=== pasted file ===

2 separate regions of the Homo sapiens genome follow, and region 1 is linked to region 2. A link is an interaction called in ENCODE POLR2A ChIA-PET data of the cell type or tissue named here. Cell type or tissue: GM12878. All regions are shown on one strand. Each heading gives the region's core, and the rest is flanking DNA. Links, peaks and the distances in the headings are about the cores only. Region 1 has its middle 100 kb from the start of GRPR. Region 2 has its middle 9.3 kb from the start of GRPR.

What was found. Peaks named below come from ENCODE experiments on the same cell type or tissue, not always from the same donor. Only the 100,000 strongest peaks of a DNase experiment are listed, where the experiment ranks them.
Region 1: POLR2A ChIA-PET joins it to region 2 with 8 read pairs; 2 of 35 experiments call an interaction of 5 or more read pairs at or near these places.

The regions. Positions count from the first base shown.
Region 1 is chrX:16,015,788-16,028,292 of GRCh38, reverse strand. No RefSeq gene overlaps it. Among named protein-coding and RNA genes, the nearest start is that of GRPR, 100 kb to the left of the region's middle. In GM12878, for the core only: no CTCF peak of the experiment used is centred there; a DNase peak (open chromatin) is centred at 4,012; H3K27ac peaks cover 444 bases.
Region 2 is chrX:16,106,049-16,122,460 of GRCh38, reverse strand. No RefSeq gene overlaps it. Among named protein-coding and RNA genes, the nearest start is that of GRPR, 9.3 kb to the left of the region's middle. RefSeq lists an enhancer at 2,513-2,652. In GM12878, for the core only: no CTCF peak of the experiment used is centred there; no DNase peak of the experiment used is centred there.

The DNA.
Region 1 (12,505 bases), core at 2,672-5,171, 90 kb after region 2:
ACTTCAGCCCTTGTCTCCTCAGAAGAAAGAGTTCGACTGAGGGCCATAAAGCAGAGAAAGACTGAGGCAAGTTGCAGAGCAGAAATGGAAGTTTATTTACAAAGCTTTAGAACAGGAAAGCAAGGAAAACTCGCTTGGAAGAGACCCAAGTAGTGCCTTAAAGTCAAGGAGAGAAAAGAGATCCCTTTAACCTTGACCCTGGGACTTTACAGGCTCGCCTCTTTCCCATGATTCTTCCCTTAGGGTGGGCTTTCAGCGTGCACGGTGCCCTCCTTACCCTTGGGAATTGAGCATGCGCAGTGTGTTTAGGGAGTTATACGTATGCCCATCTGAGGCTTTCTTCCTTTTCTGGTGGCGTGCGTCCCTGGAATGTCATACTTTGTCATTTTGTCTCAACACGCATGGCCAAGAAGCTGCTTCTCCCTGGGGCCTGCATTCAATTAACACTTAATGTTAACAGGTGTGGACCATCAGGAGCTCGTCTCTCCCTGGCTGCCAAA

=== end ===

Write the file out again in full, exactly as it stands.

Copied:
2 separate regions of the Homo sapiens genome follow, and region 1 is linked to region 2. A link is an interaction called in ENCODE POLR2A ChIA-PET data of the cell type or tissue named here. Cell type or tissue: GM12878. All regions are shown on one strand. Each heading gives the region's core, and the rest is flanking DNA. Links, peaks and the distances in the headings are about the cores only. Region 1 has its middle 100 kb from the start of GRPR. Region 2 has its middle 9.3 kb from the start of GRPR.

What was found. Peaks named below come from ENCODE experiments on the same cell type or tissue, not always from the same donor. Only the 100,000 strongest peaks of a DNase experiment are listed, where the experiment ranks them.
Region 1: POLR2A ChIA-PET joins it to region 2 with 8 read pairs; 2 of 35 experiments call an interaction of 5 or more read pairs at or near these places.

The regions. Positions count from the first base shown.
Region 1 is chrX:16,015,788-16,028,292 of GRCh38, reverse strand. No RefSeq gene overlaps it. Among named protein-coding and RNA genes, the nearest start is that of GRPR, 100 kb to the left of the region's middle. In GM12878, for the core only: no CTCF peak of the experiment used is centred there; a DNase peak (open chromatin) is centred at 4,012; H3K27ac peaks cover 444 bases.
Region 2 is chrX:16,106,049-16,122,460 of GRCh38, reverse strand. No RefSeq gene overlaps it. Among named protein-coding and RNA genes, the nearest start is that of GRPR, 9.3 kb to the left of the region's middle. RefSeq lists an enhancer at 2,513-2,652. In GM12878, for the core only: no CTCF peak of the experiment used is centred there; no DNase peak of the experiment used is centred there.

The DNA.
Region 1 (12,505 bases), core at 2,672-5,171, 90 kb after region 2:
ACTTCAGCCCTTGTCTCCTCAGAAGAAAGAGTTCGACTGAGGGCCATAAAGCAGAGAAAGACTGAGGCAAGTTGCAGAGCAGAAATGGAAGTTTATTTACAAAGCTTTAGAACAGGAAAGCAAGGAAAACTCGCTTGGAAGAGACCCAAGTAGTGCCTTAAAGTCAAGGAGAGAAAAGAGATCCCTTTAACCTTGACCCTGGGACTTTACAGGCTCGCCTCTTTCCCATGATTCTTCCCTTAGGGTGGGCTTTCAGCGTGCACGGTGCCCTCCTTACCCTTGGGAATTGAGCATGCGCAGTGTGTTTAGGGAGTTATACGTATGCCCATCTGAGGCTTTCTTCCTTTTCTGGTGGCGTGCGTCCCTGGAATGTCATACTTTGTCATTTTGTCTCAACACGCATGGCCAAGAAGCTGCTTCTCCCTGGGGCCTGCATTCAATTAACACTTAATGTTAACAGGTGTGGACCATCAGGAGCTCGTCTCTCCCTGGCTGCCAAA